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Gardening: Trees can become hazards that can cause damage

Ray Ridlen explains how to handle hazardous trees.
BY RAY RIDLEN, For The Oklahoman Published: February 11, 2013
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Treatments

Since all trees are potential hazards, the only way to completely eliminate a tree hazard is to remove the tree. Where this is not acceptable, regular inspection and appropriate action is the best way to “have your trees and reduce your risks.” Dead trees within the range of a target should be removed. A common question is “How long does it take a standing tree to fall after it dies?” The small twigs and branches typically fall first, followed by larger branches and ultimately the trunk. This process can take several years.

Pruning, cabling and bracing are remedies for reducing hazards and keeping a tree in the landscape. These generally require special tools, equipment and expertise, but certain trees are worth the investment. Prune dead, broken or hazardous branches correctly.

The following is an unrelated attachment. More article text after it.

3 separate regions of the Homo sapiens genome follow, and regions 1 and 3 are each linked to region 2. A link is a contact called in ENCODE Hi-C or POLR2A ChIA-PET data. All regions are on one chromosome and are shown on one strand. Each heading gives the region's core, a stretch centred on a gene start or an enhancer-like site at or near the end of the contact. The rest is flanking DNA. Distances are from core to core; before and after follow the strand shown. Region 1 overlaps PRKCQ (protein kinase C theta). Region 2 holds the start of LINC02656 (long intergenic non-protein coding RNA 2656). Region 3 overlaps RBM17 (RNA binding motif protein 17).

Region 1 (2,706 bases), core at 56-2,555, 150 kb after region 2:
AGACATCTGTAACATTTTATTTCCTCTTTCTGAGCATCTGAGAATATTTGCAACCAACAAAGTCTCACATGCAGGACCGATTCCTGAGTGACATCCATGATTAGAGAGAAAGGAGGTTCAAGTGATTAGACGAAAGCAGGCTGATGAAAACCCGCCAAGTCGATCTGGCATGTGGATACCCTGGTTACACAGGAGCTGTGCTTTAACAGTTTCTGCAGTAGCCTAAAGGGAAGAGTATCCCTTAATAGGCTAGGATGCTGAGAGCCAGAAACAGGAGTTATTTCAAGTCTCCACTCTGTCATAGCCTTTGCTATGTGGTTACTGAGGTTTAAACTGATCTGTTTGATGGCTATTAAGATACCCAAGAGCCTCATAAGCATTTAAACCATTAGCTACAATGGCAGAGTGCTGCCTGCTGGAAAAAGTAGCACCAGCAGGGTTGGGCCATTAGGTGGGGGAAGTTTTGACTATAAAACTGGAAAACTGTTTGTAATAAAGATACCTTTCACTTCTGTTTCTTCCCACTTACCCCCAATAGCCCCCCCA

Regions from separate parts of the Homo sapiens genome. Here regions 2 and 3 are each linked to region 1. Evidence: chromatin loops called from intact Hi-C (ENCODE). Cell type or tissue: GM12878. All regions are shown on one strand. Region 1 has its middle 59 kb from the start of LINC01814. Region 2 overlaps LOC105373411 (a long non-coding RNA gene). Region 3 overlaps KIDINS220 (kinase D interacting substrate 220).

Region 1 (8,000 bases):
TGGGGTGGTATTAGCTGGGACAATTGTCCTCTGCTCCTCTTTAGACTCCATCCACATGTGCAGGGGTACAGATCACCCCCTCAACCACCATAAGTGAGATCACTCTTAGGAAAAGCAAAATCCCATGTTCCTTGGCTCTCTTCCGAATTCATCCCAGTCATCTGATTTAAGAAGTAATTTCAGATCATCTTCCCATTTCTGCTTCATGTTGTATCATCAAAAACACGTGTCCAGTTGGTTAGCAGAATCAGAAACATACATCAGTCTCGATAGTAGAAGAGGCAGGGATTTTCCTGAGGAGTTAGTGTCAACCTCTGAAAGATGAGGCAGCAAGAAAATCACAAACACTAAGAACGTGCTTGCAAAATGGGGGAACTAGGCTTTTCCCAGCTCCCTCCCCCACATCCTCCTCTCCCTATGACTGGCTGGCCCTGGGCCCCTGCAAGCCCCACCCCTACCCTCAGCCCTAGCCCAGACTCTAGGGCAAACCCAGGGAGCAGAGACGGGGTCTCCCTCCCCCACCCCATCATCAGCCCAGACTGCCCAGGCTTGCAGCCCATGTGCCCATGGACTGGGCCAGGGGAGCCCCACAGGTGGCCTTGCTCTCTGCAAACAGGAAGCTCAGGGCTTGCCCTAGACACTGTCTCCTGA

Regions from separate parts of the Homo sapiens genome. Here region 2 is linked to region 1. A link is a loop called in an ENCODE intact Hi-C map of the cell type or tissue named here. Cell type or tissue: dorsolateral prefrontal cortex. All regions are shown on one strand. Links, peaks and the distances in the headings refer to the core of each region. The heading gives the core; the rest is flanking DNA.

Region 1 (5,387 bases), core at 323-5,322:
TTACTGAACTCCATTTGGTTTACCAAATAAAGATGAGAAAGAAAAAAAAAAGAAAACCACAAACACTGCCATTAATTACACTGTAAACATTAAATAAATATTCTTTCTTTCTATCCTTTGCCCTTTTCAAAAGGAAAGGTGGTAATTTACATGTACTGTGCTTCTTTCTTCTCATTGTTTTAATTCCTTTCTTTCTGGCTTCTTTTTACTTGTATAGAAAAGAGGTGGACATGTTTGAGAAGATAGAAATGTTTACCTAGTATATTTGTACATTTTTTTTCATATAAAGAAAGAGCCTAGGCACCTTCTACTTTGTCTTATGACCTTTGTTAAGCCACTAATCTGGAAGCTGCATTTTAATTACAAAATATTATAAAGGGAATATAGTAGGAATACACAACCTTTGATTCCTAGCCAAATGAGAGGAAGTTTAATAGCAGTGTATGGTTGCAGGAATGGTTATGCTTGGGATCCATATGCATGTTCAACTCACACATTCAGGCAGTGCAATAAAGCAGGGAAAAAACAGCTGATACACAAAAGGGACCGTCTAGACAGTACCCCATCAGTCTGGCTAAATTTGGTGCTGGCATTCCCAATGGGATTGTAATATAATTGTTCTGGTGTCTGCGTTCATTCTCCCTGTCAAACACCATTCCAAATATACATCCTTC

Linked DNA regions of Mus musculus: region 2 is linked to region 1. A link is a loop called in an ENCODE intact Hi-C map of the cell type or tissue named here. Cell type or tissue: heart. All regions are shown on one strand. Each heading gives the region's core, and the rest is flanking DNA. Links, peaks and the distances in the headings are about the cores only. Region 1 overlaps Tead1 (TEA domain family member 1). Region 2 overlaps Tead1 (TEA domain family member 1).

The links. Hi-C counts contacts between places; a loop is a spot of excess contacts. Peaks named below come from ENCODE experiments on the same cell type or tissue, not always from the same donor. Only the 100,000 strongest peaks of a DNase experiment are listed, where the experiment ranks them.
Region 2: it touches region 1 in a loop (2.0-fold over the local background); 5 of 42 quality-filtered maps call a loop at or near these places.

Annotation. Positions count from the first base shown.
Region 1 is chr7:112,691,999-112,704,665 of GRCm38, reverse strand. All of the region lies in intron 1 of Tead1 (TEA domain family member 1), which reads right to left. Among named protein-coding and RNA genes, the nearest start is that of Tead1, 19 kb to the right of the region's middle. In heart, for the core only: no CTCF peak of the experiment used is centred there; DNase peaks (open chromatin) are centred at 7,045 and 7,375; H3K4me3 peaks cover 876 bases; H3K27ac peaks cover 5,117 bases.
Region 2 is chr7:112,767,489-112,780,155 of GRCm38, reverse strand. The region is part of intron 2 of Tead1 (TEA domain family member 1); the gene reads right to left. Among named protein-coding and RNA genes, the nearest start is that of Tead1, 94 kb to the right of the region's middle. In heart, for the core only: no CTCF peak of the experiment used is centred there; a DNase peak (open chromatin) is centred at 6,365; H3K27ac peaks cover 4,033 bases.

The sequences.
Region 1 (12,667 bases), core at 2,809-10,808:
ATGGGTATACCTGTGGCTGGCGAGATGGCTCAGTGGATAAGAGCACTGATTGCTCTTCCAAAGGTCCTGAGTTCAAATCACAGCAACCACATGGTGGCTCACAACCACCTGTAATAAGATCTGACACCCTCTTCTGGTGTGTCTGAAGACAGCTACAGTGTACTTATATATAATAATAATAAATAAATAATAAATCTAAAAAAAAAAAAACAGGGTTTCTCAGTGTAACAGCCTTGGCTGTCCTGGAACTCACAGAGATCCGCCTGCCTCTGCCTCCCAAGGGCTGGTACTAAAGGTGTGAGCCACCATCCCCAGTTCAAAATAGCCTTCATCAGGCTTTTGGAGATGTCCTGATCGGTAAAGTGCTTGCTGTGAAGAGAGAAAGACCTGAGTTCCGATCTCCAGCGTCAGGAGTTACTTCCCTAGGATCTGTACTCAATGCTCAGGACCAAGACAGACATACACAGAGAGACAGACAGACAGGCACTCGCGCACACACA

Weak branches or V-shaped forks can be supported with wire cabling or braced with metal rods. Appropriate treatments vary in cost and required expertise.

Prevention

Prevention is the best action. Start a tree health program as soon as possible. Proper selection and placement of trees prevents many hazard problems. Hazards are often created when a tree is bought and planted, regardless of the original intention.

Care of trees during construction projects is also very important in avoiding tree hazards.

Ray Ridlen is an agriculture/horticulture educator for the Oklahoma County Extension Service. His column addresses frequently asked horticulture questions. For more information, call 713-1125.